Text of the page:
Cuban vocalist Daymé Arocena is leading a charge of musicians who reimagine rumba, bolero, and bachata by incorporating contemporary jazz, soul, salsa, hip-hop, and funk. She blends the rhythmic nuances of Celia Cruz, the emotional heft of Aretha Franklin, and the social conscience of Nina Simone.
To be fearless of failure is to be a force for forward momentum. In the nexus of can-do creativity and cultural vibrancy that is her native Cuba, vocalist Daymé Arocena is leading a charge of musicians who reimagine rumba, bolero, bachata, and changüí by incorporating contemporary jazz, soul, salsa, hip-hop, and funk. Blending the rhythmic nuances of Celia Cruz, the emotional heft of Aretha Franklin, and the social conscience of Nina Simone, Arocena performs with “the expression of a virtuoso…pushing each song toward gleefully unexpected places” (The New York Times).
A warm, dynamic voice and a personality to match.”
— NPR World Café
Raised in Havana, Arocena began singing at age 8 and, by 14, was performing in clubs across Havana as frontwoman for the band Los Primos. The title of Arocena’s solo debut album, 2015’s Nueva Era, symbolically represented a resumption of normalized relationships with the nearby United States. Her latest album, Cubafonía, pens a love letter to the numerous cultures on which, and singular country in which, she was raised—everything from a crescendo of Crescent City horns and Cuban polyrhythms on “Mambo Na’ Ma” to pop that Pitchfork said “sits between Sade and Selena” on the soulful ballad “Como.” As an initiate of the Santería religion, Arocena also thoughtfully explores inseparable connections between her creative output and her faith, and the increasing confidence it gives her as a performer. By following la musa wherever it may take her, Arocena has quickly become one of Cuba’s most inviting cultural ambassadors.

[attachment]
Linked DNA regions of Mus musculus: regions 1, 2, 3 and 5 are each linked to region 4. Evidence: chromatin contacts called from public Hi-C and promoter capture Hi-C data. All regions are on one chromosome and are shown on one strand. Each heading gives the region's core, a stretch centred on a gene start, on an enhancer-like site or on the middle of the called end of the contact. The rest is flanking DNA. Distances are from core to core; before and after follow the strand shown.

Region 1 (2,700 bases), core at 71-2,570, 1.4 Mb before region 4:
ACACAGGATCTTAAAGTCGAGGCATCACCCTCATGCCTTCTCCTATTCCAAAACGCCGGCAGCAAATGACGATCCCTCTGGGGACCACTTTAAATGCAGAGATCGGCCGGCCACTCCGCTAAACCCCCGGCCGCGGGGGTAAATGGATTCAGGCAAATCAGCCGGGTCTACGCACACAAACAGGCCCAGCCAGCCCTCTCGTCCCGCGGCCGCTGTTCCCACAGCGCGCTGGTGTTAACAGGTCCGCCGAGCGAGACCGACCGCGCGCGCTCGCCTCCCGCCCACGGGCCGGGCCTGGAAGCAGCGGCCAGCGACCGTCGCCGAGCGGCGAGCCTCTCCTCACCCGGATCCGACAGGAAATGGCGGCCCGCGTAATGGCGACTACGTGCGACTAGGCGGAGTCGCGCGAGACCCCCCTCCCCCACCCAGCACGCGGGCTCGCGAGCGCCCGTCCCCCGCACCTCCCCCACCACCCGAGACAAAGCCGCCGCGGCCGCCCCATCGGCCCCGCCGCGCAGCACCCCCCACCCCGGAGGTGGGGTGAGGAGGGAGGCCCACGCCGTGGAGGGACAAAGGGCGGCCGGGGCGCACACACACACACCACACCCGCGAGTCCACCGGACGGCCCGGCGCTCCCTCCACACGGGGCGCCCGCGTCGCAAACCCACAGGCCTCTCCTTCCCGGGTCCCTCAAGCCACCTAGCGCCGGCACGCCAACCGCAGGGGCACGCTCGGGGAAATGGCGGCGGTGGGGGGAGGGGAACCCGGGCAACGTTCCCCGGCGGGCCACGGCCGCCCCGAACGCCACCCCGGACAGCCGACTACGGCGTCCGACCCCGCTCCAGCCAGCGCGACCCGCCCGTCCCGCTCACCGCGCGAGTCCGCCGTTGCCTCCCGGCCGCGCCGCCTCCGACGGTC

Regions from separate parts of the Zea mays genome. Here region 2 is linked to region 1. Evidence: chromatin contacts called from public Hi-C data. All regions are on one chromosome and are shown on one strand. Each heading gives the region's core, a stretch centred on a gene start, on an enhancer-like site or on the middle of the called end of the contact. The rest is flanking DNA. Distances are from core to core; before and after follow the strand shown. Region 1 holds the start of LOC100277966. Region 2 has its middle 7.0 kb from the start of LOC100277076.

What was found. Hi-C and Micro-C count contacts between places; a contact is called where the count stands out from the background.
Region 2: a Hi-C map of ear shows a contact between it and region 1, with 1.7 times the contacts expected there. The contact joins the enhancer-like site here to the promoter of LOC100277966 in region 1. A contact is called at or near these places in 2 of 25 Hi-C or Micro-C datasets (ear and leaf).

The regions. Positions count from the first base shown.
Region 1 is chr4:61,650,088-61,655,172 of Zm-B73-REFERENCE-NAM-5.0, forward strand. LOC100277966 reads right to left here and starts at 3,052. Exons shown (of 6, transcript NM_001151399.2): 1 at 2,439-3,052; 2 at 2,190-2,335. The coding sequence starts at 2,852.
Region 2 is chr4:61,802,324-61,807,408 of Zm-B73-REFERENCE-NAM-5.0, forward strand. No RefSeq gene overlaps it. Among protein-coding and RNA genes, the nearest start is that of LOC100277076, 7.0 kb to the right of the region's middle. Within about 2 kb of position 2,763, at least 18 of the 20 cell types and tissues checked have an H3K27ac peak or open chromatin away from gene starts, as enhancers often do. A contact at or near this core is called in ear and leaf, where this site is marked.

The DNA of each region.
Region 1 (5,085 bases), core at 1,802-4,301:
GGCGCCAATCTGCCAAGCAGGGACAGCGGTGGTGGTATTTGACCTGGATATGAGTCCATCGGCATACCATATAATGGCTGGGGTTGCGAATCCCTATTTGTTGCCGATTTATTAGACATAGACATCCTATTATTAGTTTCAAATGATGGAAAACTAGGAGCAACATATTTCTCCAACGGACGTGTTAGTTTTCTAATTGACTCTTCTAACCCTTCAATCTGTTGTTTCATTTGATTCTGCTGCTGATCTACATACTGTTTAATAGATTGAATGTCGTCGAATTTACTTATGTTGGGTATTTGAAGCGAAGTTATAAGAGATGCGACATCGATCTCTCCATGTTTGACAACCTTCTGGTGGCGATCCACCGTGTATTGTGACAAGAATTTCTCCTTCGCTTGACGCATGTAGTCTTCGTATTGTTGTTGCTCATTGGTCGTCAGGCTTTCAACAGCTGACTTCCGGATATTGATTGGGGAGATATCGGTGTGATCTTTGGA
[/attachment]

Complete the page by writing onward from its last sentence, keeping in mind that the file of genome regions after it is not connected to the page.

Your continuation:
6:30PM / CARNAHAN HALL
Join the artist, Daymé Arocena, for a moderated discussion on the evening’s performance.